The American story of immigrant communities creating pockets of authentic foods from home is not a new one, but in looking at Balkan cuisine’s rise, it helps to color in the details. “Immigrants have always used their food as a way to share their culture with new neighbors and as a way to welcome other immigrants, helping them find a taste of home,” says Kara Nielsen, principal of Kara Nielsen Food Trends. “A factor driving the emergence of Balkan cuisine is the number of refugees who came here in the ‘90s.” Political unrest and war lead many of them to New York, St. Louis and Detroit, among other cities, bringing with them their food traditions.

That concentration of culture in urban areas helped Balkan cuisine find its footing here. St. Louis’ Balkan Treat Box was one of the first beacons that shone a light on how well this craveable food fits into modern American food culture, first opening a food truck and moving into a brick-and-mortar fast casual in early 2019.

Spencer Pernikoff

The Balkan burger, at Balkan Treat Box in St. Louis, fits right into American culture. Called a pljeskavica, it features wood-fired beef tucked into somun with kajmak and ajvar.

J’s Pitaria showcases Balkan ingredients and dishes that are primed for adaptation. The restaurant is known for its Mediterranean Pie, its version of a stuffed and rolled “pita,” also called burek or borek. It sells out every day, thanks to a craveable combination of a crispy phyllo exterior and a rich filling of spinach, beef or cheese. Owners Josi and Zamir Jahic make that dough fresh in-house daily.https://creativedining.com/

 

“There’s opportunity with burek because of the comforting and delicious profile that is customizable,” says

Ian Ramirez, director of culinary innovations and operations with Creative Dining Services. “I’ve had it with spiced lamb, butternut squash and spinach, where the dough is rolled into a spiral, baked then cut into slices. It would work well as a bar snack or shareable.”

J’s Pitaria also makes somun, the Balkan pita said to outshine all others. “In Bosnia, there’s a centuries-old tradition behind somun,” says Josi Jahic. Made with only flour, salt and cold water, it’s baked at an extremely high temperature, ready in about 45 seconds. “It’s sprinkled with black seeds, which give it a special flavor and an aroma that lures people in,” she says. With global flatbreads a menu mainstay today, somun offers a new format for pairing with shareables or as a carrier for handhelds.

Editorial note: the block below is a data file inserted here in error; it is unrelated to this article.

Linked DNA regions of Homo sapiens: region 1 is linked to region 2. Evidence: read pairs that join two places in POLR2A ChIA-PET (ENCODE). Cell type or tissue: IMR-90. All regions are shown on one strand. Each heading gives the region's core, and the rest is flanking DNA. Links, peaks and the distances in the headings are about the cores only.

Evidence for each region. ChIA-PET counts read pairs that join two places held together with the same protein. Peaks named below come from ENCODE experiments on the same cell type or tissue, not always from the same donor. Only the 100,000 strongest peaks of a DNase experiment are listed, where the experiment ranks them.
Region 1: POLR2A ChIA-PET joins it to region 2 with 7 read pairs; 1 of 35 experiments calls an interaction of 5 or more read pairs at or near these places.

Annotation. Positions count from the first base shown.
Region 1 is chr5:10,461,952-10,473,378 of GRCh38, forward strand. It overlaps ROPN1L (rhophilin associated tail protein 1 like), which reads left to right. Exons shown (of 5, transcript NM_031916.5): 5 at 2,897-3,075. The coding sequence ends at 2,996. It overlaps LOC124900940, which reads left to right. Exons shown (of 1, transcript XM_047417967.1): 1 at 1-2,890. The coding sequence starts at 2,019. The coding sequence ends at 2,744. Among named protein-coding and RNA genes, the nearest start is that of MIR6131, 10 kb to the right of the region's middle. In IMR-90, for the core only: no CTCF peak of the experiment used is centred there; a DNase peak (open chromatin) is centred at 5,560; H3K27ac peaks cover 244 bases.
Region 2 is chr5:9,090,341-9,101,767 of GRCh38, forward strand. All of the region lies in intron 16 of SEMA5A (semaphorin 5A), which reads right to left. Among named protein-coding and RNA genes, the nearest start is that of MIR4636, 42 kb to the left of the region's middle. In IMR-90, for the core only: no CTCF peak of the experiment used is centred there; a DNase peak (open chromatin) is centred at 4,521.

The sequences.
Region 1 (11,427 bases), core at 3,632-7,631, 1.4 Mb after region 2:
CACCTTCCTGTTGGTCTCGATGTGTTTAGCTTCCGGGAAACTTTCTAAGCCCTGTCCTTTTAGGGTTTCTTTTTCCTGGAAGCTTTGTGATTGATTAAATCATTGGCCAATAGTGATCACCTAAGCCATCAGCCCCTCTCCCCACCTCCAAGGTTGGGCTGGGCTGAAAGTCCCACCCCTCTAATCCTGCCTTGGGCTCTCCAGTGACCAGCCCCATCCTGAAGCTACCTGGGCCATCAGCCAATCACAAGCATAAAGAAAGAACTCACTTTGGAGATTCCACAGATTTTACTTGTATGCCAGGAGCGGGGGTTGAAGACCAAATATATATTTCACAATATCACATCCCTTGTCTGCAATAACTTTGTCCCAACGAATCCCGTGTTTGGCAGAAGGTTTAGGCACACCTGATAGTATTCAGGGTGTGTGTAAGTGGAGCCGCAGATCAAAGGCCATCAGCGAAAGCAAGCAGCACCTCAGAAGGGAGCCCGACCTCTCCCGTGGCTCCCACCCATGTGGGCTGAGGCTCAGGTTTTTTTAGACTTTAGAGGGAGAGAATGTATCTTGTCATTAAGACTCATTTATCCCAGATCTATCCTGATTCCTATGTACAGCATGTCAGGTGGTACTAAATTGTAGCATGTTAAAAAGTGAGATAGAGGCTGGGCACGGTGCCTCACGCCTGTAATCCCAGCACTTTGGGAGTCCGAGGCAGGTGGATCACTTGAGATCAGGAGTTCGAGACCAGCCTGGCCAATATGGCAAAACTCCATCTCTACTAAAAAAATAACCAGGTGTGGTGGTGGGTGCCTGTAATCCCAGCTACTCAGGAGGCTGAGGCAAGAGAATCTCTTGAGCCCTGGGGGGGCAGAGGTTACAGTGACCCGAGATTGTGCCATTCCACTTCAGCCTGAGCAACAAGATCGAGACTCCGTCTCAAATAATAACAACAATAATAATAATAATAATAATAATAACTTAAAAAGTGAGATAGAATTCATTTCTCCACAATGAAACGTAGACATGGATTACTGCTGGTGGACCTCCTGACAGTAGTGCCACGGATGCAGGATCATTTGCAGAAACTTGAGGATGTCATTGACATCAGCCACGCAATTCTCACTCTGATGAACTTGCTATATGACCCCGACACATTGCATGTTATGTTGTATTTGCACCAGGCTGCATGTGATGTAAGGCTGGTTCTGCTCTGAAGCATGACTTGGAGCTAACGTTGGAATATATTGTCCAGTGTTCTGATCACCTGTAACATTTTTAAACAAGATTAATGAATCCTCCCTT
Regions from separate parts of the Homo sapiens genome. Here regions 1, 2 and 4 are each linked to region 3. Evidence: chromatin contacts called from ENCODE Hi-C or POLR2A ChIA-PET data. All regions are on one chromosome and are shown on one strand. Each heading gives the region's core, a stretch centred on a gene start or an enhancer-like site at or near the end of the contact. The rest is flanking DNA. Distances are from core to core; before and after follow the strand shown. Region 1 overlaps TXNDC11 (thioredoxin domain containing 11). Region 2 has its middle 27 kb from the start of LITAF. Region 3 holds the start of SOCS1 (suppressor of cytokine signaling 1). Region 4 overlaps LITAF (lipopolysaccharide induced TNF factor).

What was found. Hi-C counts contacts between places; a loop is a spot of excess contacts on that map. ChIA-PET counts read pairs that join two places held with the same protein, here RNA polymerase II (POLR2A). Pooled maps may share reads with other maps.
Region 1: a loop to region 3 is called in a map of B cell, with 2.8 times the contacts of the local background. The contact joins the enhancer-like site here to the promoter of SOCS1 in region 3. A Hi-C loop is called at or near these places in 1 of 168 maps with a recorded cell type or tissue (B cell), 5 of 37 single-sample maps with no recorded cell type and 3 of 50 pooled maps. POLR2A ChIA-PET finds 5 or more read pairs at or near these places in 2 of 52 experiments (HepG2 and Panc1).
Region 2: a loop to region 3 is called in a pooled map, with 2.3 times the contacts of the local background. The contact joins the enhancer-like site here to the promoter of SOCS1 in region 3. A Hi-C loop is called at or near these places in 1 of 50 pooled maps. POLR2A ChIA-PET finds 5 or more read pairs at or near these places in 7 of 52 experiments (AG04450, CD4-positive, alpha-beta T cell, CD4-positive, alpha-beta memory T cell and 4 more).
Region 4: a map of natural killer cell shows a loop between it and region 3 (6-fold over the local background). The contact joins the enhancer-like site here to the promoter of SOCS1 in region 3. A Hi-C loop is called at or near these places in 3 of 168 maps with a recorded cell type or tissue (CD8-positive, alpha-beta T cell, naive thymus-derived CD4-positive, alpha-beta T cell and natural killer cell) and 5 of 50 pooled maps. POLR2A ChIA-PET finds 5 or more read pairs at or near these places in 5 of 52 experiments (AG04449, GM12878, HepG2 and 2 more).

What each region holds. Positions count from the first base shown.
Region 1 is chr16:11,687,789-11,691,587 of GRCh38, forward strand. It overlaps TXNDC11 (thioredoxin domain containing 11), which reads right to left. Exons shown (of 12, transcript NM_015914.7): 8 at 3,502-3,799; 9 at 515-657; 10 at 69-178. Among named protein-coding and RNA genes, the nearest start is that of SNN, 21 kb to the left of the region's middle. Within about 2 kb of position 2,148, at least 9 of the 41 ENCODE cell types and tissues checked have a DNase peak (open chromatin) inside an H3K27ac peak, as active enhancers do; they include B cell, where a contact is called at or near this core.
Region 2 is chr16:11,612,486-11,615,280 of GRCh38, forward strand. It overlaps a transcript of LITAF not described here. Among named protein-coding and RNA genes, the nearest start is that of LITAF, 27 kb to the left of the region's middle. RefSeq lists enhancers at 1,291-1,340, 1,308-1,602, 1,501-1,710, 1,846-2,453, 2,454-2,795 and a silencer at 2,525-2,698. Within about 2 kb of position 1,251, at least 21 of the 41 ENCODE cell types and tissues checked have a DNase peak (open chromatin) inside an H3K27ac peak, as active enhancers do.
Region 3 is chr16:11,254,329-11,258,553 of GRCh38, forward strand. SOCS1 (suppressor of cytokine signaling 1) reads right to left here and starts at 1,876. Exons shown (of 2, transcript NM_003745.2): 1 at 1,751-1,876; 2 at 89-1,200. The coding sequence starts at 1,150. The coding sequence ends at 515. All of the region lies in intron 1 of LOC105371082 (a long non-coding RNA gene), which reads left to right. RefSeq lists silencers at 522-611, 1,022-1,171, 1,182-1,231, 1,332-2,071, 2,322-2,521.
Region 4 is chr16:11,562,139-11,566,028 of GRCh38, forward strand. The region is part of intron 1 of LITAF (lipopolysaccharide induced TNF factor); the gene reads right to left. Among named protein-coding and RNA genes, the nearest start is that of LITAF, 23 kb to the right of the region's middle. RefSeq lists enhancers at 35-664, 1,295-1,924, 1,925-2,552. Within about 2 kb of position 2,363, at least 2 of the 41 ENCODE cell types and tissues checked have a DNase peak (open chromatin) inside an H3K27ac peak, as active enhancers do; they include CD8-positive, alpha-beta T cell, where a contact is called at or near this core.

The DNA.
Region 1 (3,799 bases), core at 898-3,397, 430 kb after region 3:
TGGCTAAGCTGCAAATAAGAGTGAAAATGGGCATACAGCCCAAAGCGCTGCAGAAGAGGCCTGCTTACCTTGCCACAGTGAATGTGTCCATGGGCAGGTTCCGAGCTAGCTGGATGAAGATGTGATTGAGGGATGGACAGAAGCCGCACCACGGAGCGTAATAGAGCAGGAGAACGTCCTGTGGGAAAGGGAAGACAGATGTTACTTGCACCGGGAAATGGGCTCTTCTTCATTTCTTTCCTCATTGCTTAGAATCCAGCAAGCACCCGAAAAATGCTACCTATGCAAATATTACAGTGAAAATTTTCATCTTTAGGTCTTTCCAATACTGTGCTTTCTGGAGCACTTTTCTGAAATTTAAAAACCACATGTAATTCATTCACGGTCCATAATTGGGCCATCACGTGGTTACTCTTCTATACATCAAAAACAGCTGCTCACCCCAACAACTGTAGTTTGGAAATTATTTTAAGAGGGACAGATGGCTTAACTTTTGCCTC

Left: American Lamb Board; right: J’s Pitaria

American interpretations of Balkan savory and sweet classics: Liz Barwick, chef de cuisine of Sarma in Somerville, Mass., created a Lamb Shoulder Borek (left), while fried dough bites called ustipci are served with kajmak, ajvar or Nutella at J’s Pitaria in St. Louis (right).

MODERN MOVES

Authentic outposts, like J’s Pitaria, Balkan House and others throughout the country, have laid the foundation of familiarity while setting standards for authenticity of experience. Concepts like Ambar, a modern Balkan restaurant with locations in Washington, D.C., and Arlington, Va., broadcast Balkan foods through a modern American lens. They help move this cuisine from niche to mash-up and are on the front edge of adoption. Ambar offers approachable Grilled Chicken Sliders that pop with intriguing flavor, thanks to an ajvar marinade and cucumber yogurt. Its Mezze Platter is the Balkan’s answer to charcuterie, with beef and lamb prosciutto, spicy pork salami, ajvar and aged kajmak cheese.